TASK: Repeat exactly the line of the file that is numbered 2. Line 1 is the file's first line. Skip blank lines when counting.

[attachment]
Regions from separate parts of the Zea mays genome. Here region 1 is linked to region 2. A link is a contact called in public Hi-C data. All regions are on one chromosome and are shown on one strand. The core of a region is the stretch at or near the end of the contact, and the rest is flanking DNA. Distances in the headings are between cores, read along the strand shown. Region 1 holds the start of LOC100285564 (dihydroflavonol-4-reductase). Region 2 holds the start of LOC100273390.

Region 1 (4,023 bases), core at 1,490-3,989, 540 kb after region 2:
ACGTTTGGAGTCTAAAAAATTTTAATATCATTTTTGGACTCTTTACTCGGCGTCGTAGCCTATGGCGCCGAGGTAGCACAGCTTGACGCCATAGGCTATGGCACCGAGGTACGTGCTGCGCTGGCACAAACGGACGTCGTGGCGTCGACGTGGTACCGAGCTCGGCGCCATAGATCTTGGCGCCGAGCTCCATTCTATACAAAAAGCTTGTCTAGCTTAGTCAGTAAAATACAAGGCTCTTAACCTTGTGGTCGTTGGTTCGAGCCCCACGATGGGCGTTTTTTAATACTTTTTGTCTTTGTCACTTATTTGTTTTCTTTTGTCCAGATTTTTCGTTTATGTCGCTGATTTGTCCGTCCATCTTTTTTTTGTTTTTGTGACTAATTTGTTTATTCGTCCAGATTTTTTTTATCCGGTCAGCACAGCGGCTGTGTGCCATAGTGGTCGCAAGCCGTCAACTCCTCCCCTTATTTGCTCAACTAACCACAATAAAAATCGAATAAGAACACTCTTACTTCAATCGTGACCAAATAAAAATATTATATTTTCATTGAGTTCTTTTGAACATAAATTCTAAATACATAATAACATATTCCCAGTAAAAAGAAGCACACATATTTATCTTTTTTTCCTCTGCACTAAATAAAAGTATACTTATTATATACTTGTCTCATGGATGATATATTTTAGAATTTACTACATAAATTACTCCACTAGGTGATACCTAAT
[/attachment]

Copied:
Region 1 (4,023 bases), core at 1,490-3,989, 540 kb after region 2: